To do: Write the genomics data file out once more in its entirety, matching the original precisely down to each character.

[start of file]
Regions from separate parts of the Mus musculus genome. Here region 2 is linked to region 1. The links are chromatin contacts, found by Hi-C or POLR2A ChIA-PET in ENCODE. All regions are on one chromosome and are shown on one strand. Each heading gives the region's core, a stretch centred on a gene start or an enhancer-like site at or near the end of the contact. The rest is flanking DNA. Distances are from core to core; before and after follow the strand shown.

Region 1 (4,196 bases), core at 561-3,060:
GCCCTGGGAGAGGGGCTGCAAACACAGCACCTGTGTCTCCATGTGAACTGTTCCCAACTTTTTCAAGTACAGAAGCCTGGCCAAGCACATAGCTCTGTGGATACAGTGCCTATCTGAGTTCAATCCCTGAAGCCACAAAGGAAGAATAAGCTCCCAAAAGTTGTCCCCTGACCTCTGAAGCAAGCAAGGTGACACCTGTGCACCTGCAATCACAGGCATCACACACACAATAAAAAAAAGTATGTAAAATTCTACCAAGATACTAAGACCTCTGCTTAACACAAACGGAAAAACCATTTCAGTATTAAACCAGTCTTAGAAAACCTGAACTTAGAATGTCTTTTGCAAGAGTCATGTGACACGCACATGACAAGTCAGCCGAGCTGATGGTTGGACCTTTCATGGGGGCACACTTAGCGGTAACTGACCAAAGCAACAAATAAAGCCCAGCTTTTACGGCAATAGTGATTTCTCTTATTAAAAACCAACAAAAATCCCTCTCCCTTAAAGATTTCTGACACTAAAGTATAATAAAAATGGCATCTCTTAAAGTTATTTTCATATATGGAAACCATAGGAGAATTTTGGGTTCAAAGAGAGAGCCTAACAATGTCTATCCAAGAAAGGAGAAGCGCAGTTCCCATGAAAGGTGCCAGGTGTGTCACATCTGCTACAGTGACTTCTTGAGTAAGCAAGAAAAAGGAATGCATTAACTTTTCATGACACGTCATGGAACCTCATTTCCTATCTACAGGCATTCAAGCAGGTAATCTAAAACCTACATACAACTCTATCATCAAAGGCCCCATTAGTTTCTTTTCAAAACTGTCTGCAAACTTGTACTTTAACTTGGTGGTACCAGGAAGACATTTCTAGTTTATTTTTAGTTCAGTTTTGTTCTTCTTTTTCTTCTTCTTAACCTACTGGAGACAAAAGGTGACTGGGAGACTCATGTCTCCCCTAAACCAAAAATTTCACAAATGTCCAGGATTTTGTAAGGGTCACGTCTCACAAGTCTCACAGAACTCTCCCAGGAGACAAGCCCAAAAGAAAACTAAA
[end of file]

Regions from separate parts of the Mus musculus genome. Here region 2 is linked to region 1. The links are chromatin contacts, found by Hi-C or POLR2A ChIA-PET in ENCODE. All regions are on one chromosome and are shown on one strand. Each heading gives the region's core, a stretch centred on a gene start or an enhancer-like site at or near the end of the contact. The rest is flanking DNA. Distances are from core to core; before and after follow the strand shown.

Region 1 (4,196 bases), core at 561-3,060:
GCCCTGGGAGAGGGGCTGCAAACACAGCACCTGTGTCTCCATGTGAACTGTTCCCAACTTTTTCAAGTACAGAAGCCTGGCCAAGCACATAGCTCTGTGGATACAGTGCCTATCTGAGTTCAATCCCTGAAGCCACAAAGGAAGAATAAGCTCCCAAAAGTTGTCCCCTGACCTCTGAAGCAAGCAAGGTGACACCTGTGCACCTGCAATCACAGGCATCACACACACAATAAAAAAAAGTATGTAAAATTCTACCAAGATACTAAGACCTCTGCTTAACACAAACGGAAAAACCATTTCAGTATTAAACCAGTCTTAGAAAACCTGAACTTAGAATGTCTTTTGCAAGAGTCATGTGACACGCACATGACAAGTCAGCCGAGCTGATGGTTGGACCTTTCATGGGGGCACACTTAGCGGTAACTGACCAAAGCAACAAATAAAGCCCAGCTTTTACGGCAATAGTGATTTCTCTTATTAAAAACCAACAAAAATCCCTCTCCCTTAAAGATTTCTGACACTAAAGTATAATAAAAATGGCATCTCTTAAAGTTATTTTCATATATGGAAACCATAGGAGAATTTTGGGTTCAAAGAGAGAGCCTAACAATGTCTATCCAAGAAAGGAGAAGCGCAGTTCCCATGAAAGGTGCCAGGTGTGTCACATCTGCTACAGTGACTTCTTGAGTAAGCAAGAAAAAGGAATGCATTAACTTTTCATGACACGTCATGGAACCTCATTTCCTATCTACAGGCATTCAAGCAGGTAATCTAAAACCTACATACAACTCTATCATCAAAGGCCCCATTAGTTTCTTTTCAAAACTGTCTGCAAACTTGTACTTTAACTTGGTGGTACCAGGAAGACATTTCTAGTTTATTTTTAGTTCAGTTTTGTTCTTCTTTTTCTTCTTCTTAACCTACTGGAGACAAAAGGTGACTGGGAGACTCATGTCTCCCCTAAACCAAAAATTTCACAAATGTCCAGGATTTTGTAAGGGTCACGTCTCACAAGTCTCACAGAACTCTCCCAGGAGACAAGCCCAAAAGAAAACTAAA